Sports have long been popular among young students, and this trend shows no signs of abating anytime soon. While most parents are aware that their children may sustain scrapes and bruises, or even a broken bone in extreme circumstances, most do not anticipate their child suffering a life-changing football head injury.
However, this is becoming increasingly widespread. Who is to blame? Is it the player’s fault? What about their parents? Or how about the football coach? Continue reading to learn who might be to blame, and then call The Law Offices of Larry H. Parker at 800-333-0000 with any questions or to schedule a free legal consultation.
The first step is to figure out why the injury happened
Not every football collision results in injury, and the majority of injuries are minor. If a major brain injury occurs, it must be assessed whether it was caused or aggravated by a lack of protective equipment, insufficient supervision, or something else that could be the fault of another party.
According to the legislation, persons who organize school or recreational athletic events have a “legal duty of care.” This means that it is their responsibility to take reasonable precautions to protect their young athletes, and that if an injury occurs, timely medical attention must be provided.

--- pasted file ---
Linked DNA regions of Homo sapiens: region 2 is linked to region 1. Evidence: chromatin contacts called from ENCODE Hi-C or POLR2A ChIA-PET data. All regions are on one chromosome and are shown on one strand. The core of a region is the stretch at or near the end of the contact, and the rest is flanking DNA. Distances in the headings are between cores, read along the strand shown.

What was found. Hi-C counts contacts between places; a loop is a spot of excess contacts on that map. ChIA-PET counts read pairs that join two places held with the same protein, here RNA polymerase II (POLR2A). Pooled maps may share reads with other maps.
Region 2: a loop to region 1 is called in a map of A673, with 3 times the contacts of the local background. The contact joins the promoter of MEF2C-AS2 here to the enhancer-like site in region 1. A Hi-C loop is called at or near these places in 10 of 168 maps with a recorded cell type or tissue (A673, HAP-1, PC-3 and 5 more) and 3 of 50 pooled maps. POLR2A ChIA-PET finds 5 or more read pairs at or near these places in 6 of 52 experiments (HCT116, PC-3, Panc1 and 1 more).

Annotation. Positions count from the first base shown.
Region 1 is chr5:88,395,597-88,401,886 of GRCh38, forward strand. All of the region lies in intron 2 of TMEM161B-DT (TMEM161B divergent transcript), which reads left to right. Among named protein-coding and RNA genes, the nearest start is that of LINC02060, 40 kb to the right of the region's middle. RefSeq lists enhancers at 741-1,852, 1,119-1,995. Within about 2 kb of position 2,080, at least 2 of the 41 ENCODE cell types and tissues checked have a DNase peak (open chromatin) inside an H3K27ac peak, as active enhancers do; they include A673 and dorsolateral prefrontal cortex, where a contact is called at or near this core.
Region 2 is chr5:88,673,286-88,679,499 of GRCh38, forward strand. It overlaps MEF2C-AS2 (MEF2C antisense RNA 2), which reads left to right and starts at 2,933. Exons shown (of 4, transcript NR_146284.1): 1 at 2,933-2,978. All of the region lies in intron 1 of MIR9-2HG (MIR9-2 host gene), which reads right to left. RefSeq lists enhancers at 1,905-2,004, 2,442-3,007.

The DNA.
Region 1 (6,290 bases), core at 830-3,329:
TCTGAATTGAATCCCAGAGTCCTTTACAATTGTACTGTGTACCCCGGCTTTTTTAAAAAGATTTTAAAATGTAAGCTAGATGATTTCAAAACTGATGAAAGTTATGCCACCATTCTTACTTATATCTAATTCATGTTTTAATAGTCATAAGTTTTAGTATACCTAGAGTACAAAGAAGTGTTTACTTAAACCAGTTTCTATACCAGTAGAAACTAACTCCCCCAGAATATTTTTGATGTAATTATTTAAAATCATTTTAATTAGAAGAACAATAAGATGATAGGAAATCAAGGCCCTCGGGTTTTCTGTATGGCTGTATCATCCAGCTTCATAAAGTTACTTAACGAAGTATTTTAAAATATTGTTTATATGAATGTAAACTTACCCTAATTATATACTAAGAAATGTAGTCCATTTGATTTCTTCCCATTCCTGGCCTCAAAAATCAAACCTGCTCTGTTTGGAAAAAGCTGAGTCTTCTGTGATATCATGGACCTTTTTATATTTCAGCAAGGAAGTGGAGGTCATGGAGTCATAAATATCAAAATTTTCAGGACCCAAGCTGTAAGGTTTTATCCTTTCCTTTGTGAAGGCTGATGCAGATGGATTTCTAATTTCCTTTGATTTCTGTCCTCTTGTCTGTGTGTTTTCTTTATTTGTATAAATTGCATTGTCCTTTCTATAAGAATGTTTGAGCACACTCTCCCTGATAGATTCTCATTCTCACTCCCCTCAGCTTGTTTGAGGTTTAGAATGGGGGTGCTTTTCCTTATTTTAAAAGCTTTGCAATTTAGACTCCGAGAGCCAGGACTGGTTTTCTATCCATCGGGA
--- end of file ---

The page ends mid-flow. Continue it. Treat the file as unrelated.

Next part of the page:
Additional information on “Legal Duty of Care”
What does it mean to have a “legal duty of care” for an athletic program? The California judicial system expects all parties involved to follow a protocol. It entails ensuring that student-athletes have enough instruction, are aware of the regulations, are aware of appropriate behavior, and are aware of the hazards.
A legal duty of care also requires that appropriate protective equipment (such as helmets and mouthguards) be provided, that those in charge make an effort to match athletes of similar heights, weights, sizes, and skills, that proper supervision be provided, that first-aid supplies be available, and that injured players not be returned to the game if there is a risk of aggravating the injury.
Many football injuries do not result in a lawsuit
The truth is that most injuries sustained in a child sports league do not constitute grounds for a lawsuit. A person in a position of responsibility, on the other hand, should be held accountable if they fail to protect the athletes in their care. The burden should not fall only on the shoulders of the young athlete or their parents, especially in terms of finances.
We recommend that you contact a personal injury attorney as soon as possible if your student-athlete has suffered a brain damage. The initial appointment is complimentary, and we can address any questions you may have. Call The Law Offices of Larry H. Parker at 800-333-0000 right now to find out what your options are.